Corina W. Exchange Ambassador

What is one word to describe your study abroad experience:

Nottingham Trent University - Incredible

"This is an irreplaceable, unexplainable experience that you will never forget."

Corina W.




Exchange student at Nottingham Trent University, England, UK
Winter semester
Studying Bio-Resource Management, Equine Management

  1. What is the best thing that happened while you were studying abroad?  

Meeting the incredible people that were put in my path.

  1. Where was the coolest place you travelled to during your study abroad experience?  

My absolute favourite place I travelled to was the city of Athens, Greece. I’ve had a long-time interest in Greek history, and this city was filled with beautiful sites, beautiful streets, and extremely friendly locals.  

  1. What was the biggest cultural adaptation you had to make?  

Studying in England, I had an easier time as the language was the same. The biggest surprise for me, however, was that accents from different parts of the country actually took me a couple of weeks to understand! I also struggled with the different foods, and slang words that the locals were used to, especially since there wasn’t any way to go back to the comfort of the stuff you are used to. Just give yourself time to adjust!

  1. What is something that you know now, that you wish you knew before you studied abroad?   

I personally wish I knew another language! It is not necessary to know another language, but it would have been nice. I did meet a lot of people who could speak two or more languages and it was very useful in connecting with other people.

  1. What was your best learning moment?

Some of my best learning moments were during the two weeks when I travelled solo. Going to foreign countries alone as a young woman can be really intimidating, but with the help of some research, planning, and keeping a well-rested head on my shoulders, I was able to learn a lot about how to get around, who to trust, and how to make hard decisions for my safety in a split second. 

  1. Who was the hardest person to leave from home?

The hardest person to leave was my boyfriend. While it may seem cliché, it's true. I also really missed my family, as I’m very close to my parents and siblings, and found it hard to fill the time that I usually spent with them.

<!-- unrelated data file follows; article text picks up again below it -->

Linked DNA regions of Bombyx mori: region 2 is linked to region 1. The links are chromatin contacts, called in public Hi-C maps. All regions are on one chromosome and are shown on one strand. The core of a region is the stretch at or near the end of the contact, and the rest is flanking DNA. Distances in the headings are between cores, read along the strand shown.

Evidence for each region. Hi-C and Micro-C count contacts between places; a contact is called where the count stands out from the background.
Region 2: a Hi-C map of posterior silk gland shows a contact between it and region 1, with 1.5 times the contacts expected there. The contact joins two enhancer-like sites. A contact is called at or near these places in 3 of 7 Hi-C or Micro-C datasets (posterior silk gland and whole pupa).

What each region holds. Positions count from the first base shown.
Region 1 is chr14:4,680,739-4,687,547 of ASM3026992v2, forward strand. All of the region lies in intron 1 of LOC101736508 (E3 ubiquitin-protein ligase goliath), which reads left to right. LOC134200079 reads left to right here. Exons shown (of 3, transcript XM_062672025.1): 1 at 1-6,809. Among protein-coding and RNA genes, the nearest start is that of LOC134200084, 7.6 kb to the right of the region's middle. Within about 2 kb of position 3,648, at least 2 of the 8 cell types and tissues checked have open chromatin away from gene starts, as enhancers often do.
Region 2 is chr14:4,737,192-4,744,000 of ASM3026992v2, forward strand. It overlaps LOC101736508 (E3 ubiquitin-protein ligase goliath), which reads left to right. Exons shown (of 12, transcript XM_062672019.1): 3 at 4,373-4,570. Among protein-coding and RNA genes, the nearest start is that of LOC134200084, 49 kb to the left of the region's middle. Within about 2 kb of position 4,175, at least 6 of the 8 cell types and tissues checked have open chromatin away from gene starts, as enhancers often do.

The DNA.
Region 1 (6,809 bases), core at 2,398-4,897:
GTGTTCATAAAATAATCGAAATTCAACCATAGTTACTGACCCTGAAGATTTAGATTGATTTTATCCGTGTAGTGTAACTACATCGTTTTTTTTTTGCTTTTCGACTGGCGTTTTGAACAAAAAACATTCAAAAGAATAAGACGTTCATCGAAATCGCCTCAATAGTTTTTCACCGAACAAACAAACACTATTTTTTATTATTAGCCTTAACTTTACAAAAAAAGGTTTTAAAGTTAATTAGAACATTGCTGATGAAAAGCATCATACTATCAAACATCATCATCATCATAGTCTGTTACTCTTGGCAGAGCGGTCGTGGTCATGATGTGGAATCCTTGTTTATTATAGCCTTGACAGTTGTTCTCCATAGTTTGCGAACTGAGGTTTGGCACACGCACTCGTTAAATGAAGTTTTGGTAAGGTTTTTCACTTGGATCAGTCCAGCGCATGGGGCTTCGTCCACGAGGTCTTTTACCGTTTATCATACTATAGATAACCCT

My best word of advice to deal with this is to keep your communication frequent, but short. Spending too much time on skype or messaging with people back home will increase your feelings of homesickness, and also take away time better spent living your life. However, keeping up with them bit by bit with quick updates will keep the communication positive!

  1. Who was the hardest person to leave that you met while on exchange? How did you deal with that?

I personally got close to the girls I lived with, and the students who lived in another apartment down the street from me. They were the hardest to leave but being able to keep contact via social media really helped. It is also helpful to plan a reunion in the future if possible! Knowing when you will see them next does a world of good. 

  1. If you were to recommend exchange to your best friend, what would you say?  

I would 1000% recommend it. This is an irreplaceable, unexplainable experience that you will never forget.

  1. Would it be helpful to learn another language for this exchange? 

Yes, it would be really helpful! As an international student, you will probably be meeting people from many different countries, so probably any other language will come in handy at some point. It is definitely not necessary, however, as everywhere you go you will be able to find someone who speaks English Just be aware of how many people speak other languages and be respectful of their language and culture, and you will be fine!

  1. Did you live on-campus or off-campus? Would you recommend it, and why?  

I lived off-campus. While I originally hoped to live on-campus (there were no available rooms for me) it took me about two weeks to be glad that I lived off-campus. Living in the city of your University gives you better exposure to the culture, easier access to banks, grocery stores, shopping, and entertainment! You also have a better chance of meeting locals, as you may even have locals as your roommates. You will meet other students in your program whether you live on or off-campus since you will be in class with them, so living off-campus gives you better opportunities for enjoying the local culture. 

  1. How did you finance your study abroad experience?  

I applied for as many bursaries as I possibly could, including ones I felt I didn’t really qualify for. I was also very blessed to be able to have my parents loan me whatever money I still needed. 

  1. What interesting courses did you get to take while studying abroad? What was the title of the course(s)?  

I took 3 courses: Equine Sports Injury, The Therapeutic use of the Horse, and Equine Research Methods. 

  1. Is there any other helpful information you would like to share with future study abroad participants?  

Try joining Facebook groups for finding someplace to rent! Facebook groups are also great for finding events to go to and meeting up with people who are also looking for things to do/see or who are new to the area as well. Embrace the age of social media in a healthy way!

Corina W. photos from exchange in England

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